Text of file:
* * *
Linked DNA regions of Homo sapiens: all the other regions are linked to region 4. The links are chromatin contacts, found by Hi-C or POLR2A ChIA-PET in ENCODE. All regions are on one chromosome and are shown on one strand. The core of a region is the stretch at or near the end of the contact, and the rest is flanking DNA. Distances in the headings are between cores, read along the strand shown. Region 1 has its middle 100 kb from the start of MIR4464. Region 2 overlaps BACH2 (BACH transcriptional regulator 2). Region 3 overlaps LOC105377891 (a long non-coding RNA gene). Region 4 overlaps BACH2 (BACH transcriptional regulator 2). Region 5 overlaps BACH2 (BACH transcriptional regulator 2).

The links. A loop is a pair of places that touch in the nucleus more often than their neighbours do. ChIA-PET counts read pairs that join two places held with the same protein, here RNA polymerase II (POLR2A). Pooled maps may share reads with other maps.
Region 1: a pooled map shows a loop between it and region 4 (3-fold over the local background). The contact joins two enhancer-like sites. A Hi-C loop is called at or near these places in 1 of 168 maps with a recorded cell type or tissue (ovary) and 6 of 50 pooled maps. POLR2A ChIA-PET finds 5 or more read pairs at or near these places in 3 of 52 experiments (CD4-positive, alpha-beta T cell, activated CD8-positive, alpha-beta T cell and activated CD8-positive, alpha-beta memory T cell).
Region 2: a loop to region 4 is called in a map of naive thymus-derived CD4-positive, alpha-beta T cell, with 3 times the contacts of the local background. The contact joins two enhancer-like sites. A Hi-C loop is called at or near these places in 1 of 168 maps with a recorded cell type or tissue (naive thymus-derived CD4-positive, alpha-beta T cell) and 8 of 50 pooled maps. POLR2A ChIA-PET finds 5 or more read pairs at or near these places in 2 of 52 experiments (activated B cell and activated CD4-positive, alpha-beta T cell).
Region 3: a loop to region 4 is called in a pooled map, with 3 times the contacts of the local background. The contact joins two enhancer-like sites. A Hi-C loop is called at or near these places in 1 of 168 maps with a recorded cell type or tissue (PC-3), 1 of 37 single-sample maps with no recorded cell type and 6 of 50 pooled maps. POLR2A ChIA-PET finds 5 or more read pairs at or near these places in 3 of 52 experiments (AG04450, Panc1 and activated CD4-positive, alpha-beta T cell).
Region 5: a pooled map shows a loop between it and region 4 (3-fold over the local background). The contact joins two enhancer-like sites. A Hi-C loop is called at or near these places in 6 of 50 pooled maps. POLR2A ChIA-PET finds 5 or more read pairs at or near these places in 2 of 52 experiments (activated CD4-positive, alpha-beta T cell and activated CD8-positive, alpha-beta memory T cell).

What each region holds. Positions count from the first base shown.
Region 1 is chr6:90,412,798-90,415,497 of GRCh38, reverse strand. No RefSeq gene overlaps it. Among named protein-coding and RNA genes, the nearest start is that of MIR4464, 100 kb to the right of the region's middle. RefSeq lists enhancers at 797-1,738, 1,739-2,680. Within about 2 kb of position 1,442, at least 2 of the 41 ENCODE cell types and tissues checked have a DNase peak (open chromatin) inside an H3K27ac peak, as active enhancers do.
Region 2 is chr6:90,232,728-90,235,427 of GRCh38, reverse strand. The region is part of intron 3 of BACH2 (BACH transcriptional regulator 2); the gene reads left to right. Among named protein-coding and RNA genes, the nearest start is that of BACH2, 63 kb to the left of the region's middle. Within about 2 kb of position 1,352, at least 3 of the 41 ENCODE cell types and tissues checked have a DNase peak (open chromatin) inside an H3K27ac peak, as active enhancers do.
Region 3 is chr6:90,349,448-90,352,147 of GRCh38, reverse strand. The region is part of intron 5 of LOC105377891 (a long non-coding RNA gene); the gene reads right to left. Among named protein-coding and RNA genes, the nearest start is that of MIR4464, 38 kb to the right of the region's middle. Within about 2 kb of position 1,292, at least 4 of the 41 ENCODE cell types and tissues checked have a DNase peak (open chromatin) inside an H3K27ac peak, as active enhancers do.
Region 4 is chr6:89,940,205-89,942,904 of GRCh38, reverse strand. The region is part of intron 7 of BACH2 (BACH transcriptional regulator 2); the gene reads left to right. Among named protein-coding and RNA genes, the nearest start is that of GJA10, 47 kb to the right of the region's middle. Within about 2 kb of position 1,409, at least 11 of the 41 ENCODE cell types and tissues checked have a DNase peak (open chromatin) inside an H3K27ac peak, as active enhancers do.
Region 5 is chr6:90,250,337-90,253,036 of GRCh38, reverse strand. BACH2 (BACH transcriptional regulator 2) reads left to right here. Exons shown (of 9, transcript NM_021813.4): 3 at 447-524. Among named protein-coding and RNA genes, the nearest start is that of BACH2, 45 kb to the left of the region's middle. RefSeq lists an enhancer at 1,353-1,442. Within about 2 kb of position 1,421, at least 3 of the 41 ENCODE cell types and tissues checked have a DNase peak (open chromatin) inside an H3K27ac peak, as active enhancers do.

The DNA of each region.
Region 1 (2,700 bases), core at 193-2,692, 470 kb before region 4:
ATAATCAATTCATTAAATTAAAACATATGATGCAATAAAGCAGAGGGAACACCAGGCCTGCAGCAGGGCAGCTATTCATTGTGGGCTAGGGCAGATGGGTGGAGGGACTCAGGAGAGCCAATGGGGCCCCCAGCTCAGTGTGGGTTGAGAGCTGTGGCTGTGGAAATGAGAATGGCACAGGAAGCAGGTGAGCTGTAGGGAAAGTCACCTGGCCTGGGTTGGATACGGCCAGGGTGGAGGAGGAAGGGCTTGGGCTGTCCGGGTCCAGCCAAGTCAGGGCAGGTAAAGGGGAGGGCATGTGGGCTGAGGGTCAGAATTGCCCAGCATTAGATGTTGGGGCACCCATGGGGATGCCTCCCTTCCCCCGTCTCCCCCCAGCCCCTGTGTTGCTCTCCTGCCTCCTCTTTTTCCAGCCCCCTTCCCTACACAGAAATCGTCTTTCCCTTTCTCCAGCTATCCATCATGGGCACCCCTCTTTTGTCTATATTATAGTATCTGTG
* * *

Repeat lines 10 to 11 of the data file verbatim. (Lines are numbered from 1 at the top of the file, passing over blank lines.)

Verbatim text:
Region 3 is chr6:90,349,448-90,352,147 of GRCh38, reverse strand. The region is part of intron 5 of LOC105377891 (a long non-coding RNA gene); the gene reads right to left. Among named protein-coding and RNA genes, the nearest start is that of MIR4464, 38 kb to the right of the region's middle. Within about 2 kb of position 1,292, at least 4 of the 41 ENCODE cell types and tissues checked have a DNase peak (open chromatin) inside an H3K27ac peak, as active enhancers do.
Region 4 is chr6:89,940,205-89,942,904 of GRCh38, reverse strand. The region is part of intron 7 of BACH2 (BACH transcriptional regulator 2); the gene reads left to right. Among named protein-coding and RNA genes, the nearest start is that of GJA10, 47 kb to the right of the region's middle. Within about 2 kb of position 1,409, at least 11 of the 41 ENCODE cell types and tissues checked have a DNase peak (open chromatin) inside an H3K27ac peak, as active enhancers do.